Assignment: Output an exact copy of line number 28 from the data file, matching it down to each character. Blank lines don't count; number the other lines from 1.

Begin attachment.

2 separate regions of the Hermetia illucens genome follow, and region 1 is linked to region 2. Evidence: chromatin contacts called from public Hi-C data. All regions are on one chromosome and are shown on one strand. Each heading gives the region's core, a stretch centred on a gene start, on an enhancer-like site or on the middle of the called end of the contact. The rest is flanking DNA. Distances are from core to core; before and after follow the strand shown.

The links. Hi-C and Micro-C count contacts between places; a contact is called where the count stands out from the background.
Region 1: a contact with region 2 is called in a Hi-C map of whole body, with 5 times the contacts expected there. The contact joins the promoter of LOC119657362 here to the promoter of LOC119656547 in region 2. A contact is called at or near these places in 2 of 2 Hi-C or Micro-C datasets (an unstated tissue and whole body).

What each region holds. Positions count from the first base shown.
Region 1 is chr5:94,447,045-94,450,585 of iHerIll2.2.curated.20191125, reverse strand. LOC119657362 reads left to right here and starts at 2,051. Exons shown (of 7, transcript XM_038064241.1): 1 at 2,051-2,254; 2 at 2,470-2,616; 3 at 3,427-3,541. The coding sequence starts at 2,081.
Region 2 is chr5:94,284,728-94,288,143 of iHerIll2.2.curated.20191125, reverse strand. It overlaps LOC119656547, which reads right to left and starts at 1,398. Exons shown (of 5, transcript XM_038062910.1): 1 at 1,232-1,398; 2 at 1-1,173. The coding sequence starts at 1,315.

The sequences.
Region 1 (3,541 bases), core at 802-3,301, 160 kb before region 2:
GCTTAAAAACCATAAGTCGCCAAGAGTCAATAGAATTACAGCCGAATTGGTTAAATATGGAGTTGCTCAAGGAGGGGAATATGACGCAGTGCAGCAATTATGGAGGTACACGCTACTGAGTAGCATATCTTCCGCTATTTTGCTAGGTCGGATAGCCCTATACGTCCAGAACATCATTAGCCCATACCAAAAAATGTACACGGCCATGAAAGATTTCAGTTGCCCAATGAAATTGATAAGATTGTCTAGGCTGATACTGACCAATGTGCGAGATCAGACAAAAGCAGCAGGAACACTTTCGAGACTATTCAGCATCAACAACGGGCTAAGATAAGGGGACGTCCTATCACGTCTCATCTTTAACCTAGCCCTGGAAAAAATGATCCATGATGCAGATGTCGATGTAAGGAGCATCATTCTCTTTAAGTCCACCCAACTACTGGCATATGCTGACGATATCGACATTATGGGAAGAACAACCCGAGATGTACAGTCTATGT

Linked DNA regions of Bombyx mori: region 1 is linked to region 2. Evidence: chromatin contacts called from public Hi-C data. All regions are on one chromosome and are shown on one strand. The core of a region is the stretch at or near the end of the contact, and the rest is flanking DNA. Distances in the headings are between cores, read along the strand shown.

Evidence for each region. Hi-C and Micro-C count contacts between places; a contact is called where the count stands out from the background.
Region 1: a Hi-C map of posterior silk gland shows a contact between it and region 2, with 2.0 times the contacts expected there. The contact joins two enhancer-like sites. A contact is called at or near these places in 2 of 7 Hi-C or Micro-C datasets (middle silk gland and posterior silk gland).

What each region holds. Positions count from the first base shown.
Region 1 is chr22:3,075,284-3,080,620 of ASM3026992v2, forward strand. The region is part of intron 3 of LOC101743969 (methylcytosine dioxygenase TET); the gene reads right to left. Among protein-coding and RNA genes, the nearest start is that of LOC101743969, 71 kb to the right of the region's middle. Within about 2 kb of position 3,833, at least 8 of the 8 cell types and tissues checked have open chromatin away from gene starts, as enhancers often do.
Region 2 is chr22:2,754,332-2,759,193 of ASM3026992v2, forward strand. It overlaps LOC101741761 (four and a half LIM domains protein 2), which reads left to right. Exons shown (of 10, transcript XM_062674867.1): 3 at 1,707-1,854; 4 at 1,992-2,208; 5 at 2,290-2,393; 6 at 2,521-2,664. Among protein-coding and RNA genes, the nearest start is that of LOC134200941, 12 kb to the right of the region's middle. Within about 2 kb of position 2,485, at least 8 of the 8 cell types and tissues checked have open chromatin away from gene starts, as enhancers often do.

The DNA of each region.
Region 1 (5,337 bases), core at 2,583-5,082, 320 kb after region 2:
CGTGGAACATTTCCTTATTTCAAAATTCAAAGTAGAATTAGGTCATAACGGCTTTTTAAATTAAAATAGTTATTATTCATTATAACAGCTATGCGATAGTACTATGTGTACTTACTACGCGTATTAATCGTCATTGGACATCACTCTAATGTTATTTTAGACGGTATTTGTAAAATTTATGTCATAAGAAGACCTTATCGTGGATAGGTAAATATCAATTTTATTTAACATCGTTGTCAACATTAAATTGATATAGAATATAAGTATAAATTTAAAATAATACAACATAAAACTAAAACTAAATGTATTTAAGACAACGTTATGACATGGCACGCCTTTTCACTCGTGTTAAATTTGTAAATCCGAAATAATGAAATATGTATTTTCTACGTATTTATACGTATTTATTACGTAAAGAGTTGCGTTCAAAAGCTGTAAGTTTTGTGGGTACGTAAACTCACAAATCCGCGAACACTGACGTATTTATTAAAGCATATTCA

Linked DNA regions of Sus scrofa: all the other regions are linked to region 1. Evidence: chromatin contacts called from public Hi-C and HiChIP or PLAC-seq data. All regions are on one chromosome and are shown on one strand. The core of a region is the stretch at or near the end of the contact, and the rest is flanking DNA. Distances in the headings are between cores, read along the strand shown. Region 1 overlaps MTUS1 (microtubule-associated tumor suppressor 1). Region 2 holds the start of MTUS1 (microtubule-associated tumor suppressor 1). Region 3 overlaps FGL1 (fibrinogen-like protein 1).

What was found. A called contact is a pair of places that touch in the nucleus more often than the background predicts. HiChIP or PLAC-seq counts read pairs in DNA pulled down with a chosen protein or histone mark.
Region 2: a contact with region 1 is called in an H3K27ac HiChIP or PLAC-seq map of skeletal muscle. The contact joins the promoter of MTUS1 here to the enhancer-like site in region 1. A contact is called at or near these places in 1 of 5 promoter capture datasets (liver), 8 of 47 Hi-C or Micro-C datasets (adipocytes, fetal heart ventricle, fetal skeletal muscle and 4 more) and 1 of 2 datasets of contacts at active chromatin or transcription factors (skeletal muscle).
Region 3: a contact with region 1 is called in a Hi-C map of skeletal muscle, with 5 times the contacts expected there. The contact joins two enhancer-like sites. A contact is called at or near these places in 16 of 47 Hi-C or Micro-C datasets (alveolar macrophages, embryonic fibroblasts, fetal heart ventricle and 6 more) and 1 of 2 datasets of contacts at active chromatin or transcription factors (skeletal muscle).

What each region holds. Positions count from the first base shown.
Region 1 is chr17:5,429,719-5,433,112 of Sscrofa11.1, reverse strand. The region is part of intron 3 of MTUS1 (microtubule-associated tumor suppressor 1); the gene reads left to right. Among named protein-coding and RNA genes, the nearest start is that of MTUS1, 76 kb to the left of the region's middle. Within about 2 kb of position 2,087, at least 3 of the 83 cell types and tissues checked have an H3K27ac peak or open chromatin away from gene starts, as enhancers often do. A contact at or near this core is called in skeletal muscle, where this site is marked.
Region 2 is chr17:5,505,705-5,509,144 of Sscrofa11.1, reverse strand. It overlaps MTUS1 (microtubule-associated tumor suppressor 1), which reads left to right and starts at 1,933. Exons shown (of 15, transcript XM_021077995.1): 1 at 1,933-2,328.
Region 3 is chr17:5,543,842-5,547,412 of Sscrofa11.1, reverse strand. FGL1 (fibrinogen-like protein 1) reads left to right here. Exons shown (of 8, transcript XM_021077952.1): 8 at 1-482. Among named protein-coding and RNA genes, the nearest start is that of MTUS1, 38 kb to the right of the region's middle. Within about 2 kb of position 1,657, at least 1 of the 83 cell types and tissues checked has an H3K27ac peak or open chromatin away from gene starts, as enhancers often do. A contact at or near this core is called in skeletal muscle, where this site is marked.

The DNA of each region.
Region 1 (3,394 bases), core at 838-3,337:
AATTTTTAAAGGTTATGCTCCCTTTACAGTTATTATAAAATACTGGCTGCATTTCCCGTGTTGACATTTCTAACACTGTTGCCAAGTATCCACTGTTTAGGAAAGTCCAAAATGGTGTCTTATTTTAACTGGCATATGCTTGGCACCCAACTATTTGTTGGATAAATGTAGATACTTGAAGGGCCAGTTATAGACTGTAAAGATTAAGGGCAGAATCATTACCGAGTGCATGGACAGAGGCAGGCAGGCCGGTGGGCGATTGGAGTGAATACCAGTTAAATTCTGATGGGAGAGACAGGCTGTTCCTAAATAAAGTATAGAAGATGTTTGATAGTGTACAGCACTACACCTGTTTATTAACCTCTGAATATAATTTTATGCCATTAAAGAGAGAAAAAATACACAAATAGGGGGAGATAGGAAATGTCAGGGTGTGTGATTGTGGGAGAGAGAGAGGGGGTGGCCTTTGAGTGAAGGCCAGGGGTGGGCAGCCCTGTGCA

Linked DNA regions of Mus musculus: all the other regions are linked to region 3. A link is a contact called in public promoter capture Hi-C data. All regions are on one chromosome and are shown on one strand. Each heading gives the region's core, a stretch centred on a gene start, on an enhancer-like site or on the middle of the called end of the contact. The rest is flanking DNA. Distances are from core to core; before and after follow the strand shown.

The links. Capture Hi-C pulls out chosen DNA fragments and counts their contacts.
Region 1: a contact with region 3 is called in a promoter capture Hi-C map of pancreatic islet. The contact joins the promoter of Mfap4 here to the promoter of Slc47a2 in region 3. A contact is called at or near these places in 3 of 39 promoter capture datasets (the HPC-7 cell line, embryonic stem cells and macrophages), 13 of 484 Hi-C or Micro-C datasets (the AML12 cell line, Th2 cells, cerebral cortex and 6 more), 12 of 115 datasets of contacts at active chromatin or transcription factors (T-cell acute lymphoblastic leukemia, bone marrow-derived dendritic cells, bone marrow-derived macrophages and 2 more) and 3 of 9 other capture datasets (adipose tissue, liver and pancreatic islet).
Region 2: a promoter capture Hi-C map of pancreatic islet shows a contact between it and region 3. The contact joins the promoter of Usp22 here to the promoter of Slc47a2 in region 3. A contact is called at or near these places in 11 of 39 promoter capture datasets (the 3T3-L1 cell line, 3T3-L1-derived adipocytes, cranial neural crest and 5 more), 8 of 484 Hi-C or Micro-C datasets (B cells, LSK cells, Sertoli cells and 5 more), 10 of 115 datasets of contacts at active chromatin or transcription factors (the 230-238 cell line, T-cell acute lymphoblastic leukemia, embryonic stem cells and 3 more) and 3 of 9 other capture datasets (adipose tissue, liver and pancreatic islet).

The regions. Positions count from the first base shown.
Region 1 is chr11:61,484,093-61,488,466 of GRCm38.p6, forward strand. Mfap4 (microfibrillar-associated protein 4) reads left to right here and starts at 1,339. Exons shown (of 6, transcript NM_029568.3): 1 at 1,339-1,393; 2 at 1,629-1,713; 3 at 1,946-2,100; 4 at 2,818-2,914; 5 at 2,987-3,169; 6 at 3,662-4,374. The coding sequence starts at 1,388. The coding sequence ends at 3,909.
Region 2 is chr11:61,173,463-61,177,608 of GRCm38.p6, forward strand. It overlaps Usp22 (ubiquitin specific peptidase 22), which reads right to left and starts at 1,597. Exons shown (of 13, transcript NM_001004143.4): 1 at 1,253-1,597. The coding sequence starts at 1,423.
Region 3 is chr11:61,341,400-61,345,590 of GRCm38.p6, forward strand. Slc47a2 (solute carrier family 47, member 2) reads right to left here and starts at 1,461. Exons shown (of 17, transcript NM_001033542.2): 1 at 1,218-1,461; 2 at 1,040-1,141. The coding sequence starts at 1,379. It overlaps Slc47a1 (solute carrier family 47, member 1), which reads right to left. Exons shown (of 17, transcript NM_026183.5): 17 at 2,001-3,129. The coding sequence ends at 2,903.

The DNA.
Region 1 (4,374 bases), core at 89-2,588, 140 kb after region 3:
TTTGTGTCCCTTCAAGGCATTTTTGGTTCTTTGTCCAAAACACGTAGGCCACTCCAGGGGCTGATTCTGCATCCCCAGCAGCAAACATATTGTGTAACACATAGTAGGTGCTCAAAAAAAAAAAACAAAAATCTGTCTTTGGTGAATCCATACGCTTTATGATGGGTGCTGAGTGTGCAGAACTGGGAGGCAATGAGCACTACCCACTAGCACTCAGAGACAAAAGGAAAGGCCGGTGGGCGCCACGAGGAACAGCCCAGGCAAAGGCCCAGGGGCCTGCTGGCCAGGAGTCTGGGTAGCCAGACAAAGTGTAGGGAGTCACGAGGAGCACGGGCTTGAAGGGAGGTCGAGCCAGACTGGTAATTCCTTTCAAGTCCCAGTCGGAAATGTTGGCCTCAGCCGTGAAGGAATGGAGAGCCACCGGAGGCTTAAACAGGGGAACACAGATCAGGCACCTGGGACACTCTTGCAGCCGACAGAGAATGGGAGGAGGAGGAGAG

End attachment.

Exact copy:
Region 1 (3,394 bases), core at 838-3,337: